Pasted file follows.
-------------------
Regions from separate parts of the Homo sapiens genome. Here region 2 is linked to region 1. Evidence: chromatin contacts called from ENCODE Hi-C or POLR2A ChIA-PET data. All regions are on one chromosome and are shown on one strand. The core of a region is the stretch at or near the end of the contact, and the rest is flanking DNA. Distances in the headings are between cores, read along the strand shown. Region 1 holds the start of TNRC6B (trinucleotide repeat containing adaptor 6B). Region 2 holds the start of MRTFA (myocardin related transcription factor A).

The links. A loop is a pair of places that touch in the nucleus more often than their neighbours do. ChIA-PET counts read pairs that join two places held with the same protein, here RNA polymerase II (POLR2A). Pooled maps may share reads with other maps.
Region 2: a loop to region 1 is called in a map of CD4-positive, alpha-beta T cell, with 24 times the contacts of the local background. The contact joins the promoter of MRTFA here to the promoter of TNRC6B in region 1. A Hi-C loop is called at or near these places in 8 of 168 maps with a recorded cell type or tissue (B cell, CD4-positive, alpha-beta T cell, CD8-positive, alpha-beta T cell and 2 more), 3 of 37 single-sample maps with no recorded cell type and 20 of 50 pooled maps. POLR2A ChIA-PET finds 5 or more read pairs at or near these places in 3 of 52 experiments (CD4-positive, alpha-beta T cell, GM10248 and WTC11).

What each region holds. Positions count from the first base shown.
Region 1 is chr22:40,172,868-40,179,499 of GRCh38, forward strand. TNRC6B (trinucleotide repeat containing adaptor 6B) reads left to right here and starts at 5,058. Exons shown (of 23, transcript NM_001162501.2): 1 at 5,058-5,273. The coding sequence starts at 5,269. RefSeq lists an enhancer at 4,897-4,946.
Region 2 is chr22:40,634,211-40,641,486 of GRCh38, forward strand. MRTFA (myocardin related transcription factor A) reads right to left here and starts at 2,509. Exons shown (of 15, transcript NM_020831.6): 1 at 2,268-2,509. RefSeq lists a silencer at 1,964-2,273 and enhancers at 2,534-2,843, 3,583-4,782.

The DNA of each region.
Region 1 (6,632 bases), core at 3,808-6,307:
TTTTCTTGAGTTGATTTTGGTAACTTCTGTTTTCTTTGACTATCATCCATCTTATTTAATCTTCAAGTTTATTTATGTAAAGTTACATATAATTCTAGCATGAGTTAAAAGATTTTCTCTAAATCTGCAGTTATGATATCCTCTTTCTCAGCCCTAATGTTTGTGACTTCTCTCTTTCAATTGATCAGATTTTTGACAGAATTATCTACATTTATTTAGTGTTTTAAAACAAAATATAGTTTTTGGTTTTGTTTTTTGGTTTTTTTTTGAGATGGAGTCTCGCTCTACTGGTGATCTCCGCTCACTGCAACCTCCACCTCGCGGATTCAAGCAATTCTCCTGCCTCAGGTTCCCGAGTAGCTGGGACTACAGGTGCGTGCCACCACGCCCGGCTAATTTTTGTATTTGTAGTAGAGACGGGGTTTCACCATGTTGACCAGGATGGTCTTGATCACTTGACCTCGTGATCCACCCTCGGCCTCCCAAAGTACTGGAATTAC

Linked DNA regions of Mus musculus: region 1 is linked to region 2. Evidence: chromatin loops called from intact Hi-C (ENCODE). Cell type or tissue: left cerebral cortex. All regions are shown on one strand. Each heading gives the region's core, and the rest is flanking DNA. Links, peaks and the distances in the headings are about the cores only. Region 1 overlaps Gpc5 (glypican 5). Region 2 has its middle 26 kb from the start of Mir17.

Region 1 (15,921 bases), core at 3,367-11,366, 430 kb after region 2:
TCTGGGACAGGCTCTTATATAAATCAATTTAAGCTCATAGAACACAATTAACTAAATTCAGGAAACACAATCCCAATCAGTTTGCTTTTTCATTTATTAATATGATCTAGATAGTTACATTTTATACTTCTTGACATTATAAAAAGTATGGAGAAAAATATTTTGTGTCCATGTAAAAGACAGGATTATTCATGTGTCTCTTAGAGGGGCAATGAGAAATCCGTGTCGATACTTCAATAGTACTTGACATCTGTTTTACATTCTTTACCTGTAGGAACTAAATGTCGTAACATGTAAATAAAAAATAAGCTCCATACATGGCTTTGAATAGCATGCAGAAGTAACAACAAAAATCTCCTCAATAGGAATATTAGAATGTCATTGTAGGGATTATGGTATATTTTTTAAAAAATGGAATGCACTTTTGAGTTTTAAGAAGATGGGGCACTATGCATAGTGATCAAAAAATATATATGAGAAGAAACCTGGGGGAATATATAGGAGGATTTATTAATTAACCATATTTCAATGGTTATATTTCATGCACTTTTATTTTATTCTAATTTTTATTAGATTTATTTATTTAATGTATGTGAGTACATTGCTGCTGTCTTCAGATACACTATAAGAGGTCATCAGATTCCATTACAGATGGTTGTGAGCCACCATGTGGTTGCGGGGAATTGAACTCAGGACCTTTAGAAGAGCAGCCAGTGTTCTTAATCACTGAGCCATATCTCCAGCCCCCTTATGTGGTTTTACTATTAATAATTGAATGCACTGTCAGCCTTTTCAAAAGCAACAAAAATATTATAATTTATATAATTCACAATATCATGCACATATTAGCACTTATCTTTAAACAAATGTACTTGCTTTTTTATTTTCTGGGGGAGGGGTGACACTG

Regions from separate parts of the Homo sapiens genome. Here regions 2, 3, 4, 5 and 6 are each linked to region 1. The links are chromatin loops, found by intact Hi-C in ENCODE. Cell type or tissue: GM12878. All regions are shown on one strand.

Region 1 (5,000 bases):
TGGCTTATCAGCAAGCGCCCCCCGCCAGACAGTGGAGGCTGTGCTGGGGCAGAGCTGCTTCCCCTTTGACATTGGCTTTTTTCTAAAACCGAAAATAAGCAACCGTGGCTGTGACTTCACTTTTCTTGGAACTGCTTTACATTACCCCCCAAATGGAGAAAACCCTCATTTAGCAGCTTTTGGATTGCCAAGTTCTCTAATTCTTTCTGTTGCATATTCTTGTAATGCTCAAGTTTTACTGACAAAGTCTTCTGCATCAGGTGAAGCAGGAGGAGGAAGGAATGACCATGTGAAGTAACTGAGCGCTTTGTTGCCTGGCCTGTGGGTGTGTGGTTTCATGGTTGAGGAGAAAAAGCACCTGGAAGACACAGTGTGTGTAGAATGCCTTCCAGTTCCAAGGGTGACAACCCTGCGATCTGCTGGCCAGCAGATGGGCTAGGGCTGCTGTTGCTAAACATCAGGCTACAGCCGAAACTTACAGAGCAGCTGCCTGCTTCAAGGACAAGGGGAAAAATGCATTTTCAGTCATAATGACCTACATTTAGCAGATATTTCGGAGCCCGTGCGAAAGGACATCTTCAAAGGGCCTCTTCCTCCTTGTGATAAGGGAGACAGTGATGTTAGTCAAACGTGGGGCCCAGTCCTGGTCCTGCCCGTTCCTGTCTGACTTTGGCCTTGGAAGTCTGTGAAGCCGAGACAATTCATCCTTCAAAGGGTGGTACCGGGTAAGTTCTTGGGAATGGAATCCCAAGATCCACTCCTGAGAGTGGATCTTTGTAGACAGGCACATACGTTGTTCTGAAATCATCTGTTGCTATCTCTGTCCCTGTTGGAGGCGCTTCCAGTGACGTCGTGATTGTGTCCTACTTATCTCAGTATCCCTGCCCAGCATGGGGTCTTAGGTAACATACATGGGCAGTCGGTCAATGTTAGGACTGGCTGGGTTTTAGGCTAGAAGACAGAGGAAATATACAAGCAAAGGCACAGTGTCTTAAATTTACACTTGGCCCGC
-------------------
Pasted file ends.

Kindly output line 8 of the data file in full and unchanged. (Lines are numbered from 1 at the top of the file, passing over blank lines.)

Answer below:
Region 1 (6,632 bases), core at 3,808-6,307: